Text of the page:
David Chudwin was the only college journalist accredited by NASA to cover the 1969 Apollo 11 launch and first landing on the Moon. At age 19, he was one of only a handful of teenagers with official press passes at the Kennedy Space Center for the launch.
Chudwin has been a writer since high school, when he was a reporter and an editor of his high school newspaper, The Torch. He then attended the University of Michigan where he was a reporter and an editor of The Michigan Daily, becoming the Managing Editor for the Class of 1972. During this time, he covered the Apollo 11 launch for the College Press Service Wire Network and The Daily. He was also selected to attend a summer journalism program at Ohio State University that involved an internship on the copy desk of The Cleveland Press.
He decided to go into medicine instead of journalism, but as a result of his Apollo 11 experiences he developed a life-long interest in space exploration. Chudwin has written about Apollo 11 in a variety of media, including magazines (Spaceflight), hobby publications (Astrophile) and online (collectSPACE and a Facebook series of 70 daily posts in 2014). He has spoken about Apollo 11 at schools and at space meetings, including Spacefest in 2016. Chudwin is well known in the space community, and Apollo astronauts such as Charlie Duke, Fred Haise, Jack Lousma and Al Worden wrote endorsements for this book.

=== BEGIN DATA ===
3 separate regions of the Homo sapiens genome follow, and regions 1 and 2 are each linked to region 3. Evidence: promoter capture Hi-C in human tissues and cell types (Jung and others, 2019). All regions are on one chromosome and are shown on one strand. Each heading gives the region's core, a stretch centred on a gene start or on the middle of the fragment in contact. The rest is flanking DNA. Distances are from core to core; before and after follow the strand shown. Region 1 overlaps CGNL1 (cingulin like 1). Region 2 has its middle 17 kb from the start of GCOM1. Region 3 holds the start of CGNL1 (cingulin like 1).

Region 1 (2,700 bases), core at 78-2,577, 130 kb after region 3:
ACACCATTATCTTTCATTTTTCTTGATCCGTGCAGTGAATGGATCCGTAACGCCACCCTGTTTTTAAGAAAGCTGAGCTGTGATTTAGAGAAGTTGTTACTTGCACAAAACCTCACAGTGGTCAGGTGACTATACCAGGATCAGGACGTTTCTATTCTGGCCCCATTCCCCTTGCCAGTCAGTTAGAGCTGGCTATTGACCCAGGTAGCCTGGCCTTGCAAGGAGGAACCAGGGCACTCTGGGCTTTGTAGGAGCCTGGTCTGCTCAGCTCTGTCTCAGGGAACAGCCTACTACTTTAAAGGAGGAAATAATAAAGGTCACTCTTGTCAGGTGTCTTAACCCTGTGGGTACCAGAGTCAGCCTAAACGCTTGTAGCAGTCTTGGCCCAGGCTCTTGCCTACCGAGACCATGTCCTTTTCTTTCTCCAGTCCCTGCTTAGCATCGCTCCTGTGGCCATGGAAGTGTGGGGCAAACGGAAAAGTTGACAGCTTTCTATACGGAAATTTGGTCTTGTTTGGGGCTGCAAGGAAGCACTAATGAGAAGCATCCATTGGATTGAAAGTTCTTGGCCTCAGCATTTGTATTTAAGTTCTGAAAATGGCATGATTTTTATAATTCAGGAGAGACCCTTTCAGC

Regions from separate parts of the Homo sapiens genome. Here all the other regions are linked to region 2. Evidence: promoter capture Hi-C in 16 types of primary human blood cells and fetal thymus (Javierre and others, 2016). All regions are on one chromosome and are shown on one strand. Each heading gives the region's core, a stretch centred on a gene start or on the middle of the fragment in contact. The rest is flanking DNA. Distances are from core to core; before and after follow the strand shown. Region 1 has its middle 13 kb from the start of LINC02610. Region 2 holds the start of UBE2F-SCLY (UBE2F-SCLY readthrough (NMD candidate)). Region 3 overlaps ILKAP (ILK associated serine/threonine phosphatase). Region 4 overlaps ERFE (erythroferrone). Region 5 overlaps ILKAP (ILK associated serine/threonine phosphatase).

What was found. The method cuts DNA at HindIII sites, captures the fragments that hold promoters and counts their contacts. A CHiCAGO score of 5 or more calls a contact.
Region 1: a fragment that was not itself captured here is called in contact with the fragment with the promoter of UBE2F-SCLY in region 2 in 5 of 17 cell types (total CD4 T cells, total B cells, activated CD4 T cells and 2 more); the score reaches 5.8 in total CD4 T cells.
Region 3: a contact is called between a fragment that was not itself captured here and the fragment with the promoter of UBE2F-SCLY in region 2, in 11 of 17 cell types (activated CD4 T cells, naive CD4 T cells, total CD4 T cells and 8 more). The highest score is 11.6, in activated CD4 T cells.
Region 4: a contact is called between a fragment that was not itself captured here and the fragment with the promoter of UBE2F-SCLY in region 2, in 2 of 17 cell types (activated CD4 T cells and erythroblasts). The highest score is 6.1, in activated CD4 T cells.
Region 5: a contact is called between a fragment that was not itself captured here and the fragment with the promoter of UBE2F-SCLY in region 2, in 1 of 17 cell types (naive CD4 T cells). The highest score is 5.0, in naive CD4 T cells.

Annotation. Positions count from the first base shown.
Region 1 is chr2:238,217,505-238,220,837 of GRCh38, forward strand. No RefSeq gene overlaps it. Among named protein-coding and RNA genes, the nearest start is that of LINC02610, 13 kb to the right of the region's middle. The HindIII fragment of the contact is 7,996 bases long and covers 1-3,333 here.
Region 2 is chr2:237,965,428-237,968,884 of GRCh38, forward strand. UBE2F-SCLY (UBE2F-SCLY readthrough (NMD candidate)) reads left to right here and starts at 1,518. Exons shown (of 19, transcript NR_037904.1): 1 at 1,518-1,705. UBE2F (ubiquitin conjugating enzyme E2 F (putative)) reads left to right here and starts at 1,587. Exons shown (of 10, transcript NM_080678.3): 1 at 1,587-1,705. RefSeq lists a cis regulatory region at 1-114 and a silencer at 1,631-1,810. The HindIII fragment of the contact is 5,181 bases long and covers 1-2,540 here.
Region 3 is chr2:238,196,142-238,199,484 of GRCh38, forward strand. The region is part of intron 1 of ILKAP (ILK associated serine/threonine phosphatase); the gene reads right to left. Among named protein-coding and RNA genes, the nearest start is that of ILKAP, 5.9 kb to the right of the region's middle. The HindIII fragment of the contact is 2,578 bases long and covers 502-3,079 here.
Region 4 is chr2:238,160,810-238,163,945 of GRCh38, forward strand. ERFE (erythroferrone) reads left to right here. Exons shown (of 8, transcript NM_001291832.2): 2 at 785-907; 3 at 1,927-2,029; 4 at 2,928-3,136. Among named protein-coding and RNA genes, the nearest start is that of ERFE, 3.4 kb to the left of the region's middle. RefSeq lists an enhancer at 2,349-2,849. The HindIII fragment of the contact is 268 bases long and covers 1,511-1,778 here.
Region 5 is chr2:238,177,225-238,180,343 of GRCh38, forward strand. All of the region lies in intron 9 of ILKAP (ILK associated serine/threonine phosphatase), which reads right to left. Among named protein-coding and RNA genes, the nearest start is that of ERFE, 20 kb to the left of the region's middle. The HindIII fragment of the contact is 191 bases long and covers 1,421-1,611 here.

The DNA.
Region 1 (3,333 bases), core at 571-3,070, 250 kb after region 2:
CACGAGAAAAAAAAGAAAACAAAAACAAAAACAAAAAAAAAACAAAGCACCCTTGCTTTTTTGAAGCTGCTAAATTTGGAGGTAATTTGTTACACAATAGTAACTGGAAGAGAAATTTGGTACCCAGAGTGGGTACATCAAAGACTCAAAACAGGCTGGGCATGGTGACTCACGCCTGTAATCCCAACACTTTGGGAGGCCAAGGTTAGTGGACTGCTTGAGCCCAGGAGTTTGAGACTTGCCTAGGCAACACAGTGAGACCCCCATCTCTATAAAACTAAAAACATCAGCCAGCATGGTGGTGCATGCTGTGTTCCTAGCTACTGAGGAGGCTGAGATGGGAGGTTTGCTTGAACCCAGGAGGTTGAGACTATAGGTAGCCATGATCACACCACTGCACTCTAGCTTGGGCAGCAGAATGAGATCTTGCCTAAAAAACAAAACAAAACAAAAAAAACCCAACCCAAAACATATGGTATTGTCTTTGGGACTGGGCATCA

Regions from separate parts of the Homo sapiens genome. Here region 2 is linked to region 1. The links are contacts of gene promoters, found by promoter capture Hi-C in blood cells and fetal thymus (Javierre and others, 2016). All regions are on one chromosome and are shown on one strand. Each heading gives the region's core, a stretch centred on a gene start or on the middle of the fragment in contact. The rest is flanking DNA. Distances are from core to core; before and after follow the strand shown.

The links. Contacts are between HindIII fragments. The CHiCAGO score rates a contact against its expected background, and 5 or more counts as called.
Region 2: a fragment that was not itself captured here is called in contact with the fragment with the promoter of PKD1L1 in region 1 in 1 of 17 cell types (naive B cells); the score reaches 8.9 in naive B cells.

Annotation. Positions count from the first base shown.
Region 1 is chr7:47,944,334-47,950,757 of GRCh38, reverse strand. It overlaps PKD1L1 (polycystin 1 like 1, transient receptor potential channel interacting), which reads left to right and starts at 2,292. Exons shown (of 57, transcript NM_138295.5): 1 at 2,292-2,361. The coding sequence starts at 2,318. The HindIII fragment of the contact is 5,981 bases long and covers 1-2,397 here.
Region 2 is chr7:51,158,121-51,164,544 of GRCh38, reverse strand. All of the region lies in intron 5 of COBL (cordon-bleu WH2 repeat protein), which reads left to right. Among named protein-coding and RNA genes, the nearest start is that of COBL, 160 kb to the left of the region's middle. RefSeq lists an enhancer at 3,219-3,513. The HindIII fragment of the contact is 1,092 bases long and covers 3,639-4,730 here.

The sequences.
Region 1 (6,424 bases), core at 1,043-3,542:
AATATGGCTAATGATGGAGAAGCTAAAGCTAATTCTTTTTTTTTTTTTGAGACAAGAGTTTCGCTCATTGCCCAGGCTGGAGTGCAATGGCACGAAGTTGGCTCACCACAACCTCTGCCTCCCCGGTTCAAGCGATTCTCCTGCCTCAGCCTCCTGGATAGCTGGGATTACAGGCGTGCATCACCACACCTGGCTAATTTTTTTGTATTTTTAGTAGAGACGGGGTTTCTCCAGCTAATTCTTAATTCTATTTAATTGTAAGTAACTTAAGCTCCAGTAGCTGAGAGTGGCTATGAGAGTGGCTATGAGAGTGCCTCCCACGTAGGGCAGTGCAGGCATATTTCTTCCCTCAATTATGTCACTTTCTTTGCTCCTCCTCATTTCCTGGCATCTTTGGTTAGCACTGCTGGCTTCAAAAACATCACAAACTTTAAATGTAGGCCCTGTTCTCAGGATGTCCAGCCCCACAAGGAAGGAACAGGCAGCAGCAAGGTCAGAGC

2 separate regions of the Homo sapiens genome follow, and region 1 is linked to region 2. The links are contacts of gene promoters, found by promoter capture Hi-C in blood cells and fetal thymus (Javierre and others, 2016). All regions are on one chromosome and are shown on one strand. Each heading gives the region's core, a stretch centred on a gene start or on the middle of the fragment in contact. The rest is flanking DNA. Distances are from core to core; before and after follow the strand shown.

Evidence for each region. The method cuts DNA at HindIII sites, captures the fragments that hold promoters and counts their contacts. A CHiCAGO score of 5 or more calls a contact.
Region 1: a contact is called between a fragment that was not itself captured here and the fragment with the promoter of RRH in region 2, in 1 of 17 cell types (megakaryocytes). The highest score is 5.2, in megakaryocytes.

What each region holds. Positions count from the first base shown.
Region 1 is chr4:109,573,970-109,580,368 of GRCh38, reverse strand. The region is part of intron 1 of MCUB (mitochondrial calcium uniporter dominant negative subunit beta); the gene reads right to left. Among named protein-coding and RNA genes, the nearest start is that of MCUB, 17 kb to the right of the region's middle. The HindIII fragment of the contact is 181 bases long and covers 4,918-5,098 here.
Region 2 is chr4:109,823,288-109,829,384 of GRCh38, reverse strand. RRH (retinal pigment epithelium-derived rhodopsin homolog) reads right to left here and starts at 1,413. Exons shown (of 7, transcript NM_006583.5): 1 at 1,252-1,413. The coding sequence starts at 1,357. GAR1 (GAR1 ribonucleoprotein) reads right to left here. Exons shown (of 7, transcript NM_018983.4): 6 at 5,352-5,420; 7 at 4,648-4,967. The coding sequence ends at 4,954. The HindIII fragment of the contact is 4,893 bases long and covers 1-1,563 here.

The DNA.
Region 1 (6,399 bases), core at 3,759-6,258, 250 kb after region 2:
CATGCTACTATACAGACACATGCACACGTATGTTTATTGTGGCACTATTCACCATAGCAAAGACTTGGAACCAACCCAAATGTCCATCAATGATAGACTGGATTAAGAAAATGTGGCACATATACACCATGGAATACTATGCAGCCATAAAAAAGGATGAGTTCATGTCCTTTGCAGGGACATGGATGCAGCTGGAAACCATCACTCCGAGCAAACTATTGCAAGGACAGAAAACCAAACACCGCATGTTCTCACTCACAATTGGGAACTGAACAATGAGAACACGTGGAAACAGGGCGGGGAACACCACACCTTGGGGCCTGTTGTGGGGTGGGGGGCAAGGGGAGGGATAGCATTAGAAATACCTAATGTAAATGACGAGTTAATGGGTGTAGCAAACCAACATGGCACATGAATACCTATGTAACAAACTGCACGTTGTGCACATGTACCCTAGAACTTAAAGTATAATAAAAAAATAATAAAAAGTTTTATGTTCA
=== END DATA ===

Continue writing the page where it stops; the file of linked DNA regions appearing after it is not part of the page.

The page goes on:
He has been an active blogger online, participating in blogs about space history, space memorabilia, un-manned planetary exploration and the Apollo program. Chudwin is one of the original members of the Space Hipsters group on Facebook, comprising over 16,000 of the most dedicated and influential space enthusiasts around the world.
Chudwin received his medical degree from the University of Michigan and had further medical training at the University of Wisconsin, Madison, and the University of California, San Francisco. He is a practicing allergist/ immunologist in the Chicago suburbs. He is the author of over 30 medical research publications and has been a peer reviewer for research articles about space medicine.
He was married and has two grown children, Adam and Stacy, both of whom are interested in the space program but not to the same extent as their dad. He lives in the northern suburbs of Chicago.
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